It would hardly be a proper post around here if I didn't mention we get a CSA box from Aarstiderne. We do. And along with all those dang carrots, we get potatoes every week too. Which is great, because we get to eat French fries and mashed potatoes alot, which are always a hit with the young, hip crowd that live here.
Now, have you ever had the feeling that the mashed potatoes you make could double as an adherent for wallpaper? I'm not sure the exact chemical processes that make this so, but I suspect is has to do with how you beat the potatoes, and also how much they are boiled. But here, I have a few tips for bringing the perfect mashed potato to your table.
1) This is a Heston Blumenthal tip, not exactly energy efficient, but it really gives you a perfect mashed potato. Heat potatoes up in a large pot of water. When the water starts to steam, though just before bubbling, drain the water from the potatoes. Yes, drain the water and throw it away. Most of the starches will have left your spuds by now, so add fresh water to the pot and potatoes, a sprinkling of salt, and carry on as you always have.
2) Instead of a whole serving of mashed potato, use half potatoes, and other tubers for the rest. I like using celeriac, parsnip, carrots, jerusalem artichoke, root parsley et. al. They add a different flavor, different nutrients and aren't starchy like potatoes can be.
3) I hand beat mine, with an egg beater, or even a fork sometimes. It gives a nice rustic feel to it, and doesn't beat the starches out of the potatoes and into the dish.
Since last, our carrot supply has actually grown. I keep having to think of creative ways to use them up, and this is harder than you would think! We are just not carrot people, but they are in our CSA nonetheless. I found this oh so yummy carrot/banana cake on the interwebs yesterday, and it was not only quick and easy, it was absolutely delectable, moist, perfect texure and with a cream cheese frosting, and we all love that, n'est-ce pas?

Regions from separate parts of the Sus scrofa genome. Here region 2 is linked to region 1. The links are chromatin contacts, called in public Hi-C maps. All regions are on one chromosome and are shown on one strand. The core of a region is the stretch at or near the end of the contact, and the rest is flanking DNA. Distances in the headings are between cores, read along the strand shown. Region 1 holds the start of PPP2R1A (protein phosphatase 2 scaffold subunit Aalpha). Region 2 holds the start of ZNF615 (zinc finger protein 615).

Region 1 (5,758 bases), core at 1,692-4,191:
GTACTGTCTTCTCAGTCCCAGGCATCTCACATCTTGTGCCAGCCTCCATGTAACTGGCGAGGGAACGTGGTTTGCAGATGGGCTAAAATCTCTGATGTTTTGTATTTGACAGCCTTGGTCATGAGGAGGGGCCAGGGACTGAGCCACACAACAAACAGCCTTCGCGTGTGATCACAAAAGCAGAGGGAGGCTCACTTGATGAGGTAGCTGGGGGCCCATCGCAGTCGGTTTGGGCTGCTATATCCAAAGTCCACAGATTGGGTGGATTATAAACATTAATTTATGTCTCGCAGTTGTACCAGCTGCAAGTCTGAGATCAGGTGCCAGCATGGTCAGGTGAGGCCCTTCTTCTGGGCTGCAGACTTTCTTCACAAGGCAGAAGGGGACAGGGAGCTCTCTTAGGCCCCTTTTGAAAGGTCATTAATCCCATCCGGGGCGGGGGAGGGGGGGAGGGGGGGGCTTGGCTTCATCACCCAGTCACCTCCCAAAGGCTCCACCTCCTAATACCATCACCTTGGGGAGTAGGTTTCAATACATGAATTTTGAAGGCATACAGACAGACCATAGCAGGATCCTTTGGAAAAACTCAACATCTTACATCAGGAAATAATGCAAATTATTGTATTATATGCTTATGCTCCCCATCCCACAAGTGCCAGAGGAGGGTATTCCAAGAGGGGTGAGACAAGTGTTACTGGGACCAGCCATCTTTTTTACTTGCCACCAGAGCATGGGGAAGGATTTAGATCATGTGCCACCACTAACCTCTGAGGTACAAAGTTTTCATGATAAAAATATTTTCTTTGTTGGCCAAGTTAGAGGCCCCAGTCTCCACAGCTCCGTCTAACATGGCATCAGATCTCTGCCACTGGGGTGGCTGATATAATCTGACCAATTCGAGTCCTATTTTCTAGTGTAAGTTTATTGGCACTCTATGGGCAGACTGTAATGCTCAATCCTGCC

The Perfect, Moist Banana/Carrot Cake
3 medium eggs
175g soft brown sugar
175g plain flour (I used my usual spelt flour w/germ)
2 tsp baking powder
1 tsp salt
1 tsp bicarbonate of soda
175ml sunflower oil (I used coldpressed rapeseed/canola)
175g walnut pieces (I used 90 grams of Texas Pecan Meal)
2 ripe, medium bananas, mashed
175g grated carrot
Preheat the oven to 170°C. Grease a 20cm-diameter cake tin with removable base.
Beat the eggs and the sugar together until thick. Sift in the flour, baking powder, salt and bicarbonate of soda. Mix well then add the oil and walnuts, then the banana and carrot.
Pour into the tin. Bake for 1¼ hours or until a skewer comes out clean. Cover with foil if it begins to brown too much (I didn't do this, and mine was pretty brown, but by no means burnt). Cool on a rack.
For the icing, beat the butter and cheese together, then add the sugar and vanilla. Spread on the cold cake. Finish with walnuts.
As if we could wait that long for the last bit. We ate it still warm with a side dollop of the frosting. Perfect for a night in while dogsitting for friends. We didn't share with our furrry friend though. This recipe is originally for 8 people, but if you're anything like Mik and me, this is a weekend cake for two.
Meet June. She's one of my newest expat friends, just moved to Copenhagen two months ago. She's funny. Go read her blog. Don't walk, run.